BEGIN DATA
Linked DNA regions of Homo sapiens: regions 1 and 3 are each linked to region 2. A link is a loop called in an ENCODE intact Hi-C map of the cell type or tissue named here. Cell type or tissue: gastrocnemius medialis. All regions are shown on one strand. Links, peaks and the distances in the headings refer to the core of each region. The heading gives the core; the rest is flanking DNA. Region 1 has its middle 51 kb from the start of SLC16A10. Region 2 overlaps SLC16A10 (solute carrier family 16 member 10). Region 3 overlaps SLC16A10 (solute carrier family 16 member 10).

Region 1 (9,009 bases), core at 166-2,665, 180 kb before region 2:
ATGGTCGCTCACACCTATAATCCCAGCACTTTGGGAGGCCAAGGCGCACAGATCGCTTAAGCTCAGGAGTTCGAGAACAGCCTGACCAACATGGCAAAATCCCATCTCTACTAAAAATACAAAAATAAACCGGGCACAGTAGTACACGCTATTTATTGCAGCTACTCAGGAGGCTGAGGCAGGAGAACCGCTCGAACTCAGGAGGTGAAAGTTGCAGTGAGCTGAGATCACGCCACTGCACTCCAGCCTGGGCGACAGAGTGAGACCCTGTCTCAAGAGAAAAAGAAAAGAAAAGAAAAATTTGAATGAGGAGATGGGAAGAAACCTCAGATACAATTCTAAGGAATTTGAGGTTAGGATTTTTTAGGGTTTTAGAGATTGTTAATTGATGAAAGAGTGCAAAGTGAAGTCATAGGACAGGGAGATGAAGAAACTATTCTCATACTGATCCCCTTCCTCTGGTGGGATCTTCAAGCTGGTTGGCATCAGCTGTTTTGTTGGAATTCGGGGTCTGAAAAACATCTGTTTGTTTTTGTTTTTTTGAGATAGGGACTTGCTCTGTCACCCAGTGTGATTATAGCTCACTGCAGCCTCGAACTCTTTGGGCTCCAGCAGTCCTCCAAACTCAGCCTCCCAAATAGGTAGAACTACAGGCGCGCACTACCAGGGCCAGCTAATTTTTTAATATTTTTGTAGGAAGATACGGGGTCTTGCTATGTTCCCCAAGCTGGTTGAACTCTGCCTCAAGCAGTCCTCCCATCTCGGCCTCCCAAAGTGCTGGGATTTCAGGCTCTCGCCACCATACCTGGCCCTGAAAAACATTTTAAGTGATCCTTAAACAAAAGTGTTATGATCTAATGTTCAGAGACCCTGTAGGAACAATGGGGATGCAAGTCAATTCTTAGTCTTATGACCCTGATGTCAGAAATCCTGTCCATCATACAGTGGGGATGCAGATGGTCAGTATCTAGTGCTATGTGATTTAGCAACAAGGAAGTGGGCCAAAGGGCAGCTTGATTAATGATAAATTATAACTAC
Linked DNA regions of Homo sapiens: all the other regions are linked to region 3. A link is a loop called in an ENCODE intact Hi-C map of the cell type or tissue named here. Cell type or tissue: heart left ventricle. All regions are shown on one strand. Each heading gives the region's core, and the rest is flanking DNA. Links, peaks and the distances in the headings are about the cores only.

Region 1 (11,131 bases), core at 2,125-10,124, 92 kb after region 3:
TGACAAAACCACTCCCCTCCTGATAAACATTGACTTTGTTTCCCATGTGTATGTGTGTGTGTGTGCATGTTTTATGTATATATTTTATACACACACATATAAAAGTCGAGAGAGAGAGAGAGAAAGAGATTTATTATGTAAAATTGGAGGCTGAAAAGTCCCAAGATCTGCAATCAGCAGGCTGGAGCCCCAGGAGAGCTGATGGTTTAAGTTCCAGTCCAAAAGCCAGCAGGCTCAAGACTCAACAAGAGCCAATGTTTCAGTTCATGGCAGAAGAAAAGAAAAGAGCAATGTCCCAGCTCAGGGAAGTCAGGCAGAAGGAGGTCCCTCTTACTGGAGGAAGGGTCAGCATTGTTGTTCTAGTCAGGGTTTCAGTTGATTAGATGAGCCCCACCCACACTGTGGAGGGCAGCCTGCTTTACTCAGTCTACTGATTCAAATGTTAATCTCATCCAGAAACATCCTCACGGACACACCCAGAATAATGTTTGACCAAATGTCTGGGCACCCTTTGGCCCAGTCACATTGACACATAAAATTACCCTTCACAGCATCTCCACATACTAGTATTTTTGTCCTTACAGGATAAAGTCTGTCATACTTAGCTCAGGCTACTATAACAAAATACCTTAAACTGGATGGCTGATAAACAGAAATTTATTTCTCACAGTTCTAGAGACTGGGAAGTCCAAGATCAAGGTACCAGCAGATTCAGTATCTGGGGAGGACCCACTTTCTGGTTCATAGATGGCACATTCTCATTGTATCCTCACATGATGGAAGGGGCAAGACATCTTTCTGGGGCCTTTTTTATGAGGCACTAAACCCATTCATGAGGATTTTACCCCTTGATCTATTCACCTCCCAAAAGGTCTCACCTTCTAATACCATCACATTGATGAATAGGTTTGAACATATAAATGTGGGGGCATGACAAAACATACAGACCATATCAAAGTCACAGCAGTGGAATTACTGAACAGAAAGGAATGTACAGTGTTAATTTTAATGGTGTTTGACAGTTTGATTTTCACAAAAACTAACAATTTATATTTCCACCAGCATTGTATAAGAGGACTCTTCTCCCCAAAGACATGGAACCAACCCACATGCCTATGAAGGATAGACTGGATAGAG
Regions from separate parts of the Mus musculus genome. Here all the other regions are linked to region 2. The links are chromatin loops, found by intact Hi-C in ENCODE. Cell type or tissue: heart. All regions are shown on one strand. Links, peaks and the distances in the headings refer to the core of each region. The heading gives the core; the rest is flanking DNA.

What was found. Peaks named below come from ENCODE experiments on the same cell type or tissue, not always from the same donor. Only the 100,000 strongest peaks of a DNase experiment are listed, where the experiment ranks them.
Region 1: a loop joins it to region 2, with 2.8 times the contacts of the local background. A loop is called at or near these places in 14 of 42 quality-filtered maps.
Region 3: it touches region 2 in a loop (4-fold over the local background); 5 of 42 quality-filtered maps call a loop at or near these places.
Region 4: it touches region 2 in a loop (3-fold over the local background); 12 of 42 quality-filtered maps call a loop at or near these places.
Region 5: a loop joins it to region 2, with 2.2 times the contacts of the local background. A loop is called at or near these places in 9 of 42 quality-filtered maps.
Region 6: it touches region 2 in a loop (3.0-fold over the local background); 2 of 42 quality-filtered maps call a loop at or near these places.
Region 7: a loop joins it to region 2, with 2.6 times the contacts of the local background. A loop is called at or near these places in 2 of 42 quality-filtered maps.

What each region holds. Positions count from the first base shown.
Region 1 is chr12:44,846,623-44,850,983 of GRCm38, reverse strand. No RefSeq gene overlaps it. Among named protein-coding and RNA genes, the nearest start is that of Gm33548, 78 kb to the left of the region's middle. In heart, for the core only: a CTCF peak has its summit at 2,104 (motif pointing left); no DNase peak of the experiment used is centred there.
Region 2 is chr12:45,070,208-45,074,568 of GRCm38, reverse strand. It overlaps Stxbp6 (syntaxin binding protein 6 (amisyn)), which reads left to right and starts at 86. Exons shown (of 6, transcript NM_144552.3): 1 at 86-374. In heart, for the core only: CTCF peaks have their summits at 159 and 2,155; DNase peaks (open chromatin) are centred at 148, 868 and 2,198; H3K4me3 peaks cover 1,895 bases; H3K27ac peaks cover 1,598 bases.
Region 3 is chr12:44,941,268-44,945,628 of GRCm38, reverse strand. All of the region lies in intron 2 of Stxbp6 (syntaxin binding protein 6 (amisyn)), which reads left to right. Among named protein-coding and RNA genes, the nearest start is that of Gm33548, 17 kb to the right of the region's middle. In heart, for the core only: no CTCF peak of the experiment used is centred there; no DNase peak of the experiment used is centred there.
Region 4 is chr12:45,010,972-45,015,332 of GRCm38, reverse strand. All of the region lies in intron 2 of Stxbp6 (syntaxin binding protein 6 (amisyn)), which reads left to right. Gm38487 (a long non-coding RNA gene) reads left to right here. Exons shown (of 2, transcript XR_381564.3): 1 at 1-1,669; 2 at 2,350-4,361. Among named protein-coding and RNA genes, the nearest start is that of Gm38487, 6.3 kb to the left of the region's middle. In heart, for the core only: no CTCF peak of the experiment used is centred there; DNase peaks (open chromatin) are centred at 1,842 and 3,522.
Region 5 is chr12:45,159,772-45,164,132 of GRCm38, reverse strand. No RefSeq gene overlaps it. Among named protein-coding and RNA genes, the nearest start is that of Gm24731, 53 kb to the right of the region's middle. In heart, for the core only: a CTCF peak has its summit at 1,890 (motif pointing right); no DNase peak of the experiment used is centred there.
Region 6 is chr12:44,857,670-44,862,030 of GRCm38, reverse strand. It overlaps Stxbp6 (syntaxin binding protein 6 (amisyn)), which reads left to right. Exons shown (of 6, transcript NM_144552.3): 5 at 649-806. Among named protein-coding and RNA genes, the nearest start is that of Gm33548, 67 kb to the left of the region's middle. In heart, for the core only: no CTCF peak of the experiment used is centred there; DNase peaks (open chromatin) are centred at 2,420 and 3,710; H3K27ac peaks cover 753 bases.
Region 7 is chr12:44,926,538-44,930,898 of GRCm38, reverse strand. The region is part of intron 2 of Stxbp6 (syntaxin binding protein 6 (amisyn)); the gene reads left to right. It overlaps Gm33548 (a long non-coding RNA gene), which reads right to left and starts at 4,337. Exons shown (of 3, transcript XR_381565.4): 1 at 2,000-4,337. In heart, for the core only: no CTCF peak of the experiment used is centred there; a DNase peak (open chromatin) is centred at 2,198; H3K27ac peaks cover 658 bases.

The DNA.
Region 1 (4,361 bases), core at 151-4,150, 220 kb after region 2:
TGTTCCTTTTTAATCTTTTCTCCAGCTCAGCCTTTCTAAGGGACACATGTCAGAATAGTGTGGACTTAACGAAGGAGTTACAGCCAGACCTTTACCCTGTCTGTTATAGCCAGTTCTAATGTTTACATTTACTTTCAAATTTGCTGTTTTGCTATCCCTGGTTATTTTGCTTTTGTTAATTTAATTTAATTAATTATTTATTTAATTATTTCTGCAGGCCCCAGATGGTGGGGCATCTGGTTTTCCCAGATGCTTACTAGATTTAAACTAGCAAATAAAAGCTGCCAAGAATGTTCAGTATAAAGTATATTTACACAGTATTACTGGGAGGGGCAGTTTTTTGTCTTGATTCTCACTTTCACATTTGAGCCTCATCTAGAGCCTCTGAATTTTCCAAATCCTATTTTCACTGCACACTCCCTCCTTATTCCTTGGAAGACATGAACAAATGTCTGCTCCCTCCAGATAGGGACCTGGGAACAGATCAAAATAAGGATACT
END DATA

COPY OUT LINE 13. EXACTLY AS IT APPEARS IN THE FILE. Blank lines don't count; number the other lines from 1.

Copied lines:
Region 6: it touches region 2 in a loop (3.0-fold over the local background); 2 of 42 quality-filtered maps call a loop at or near these places.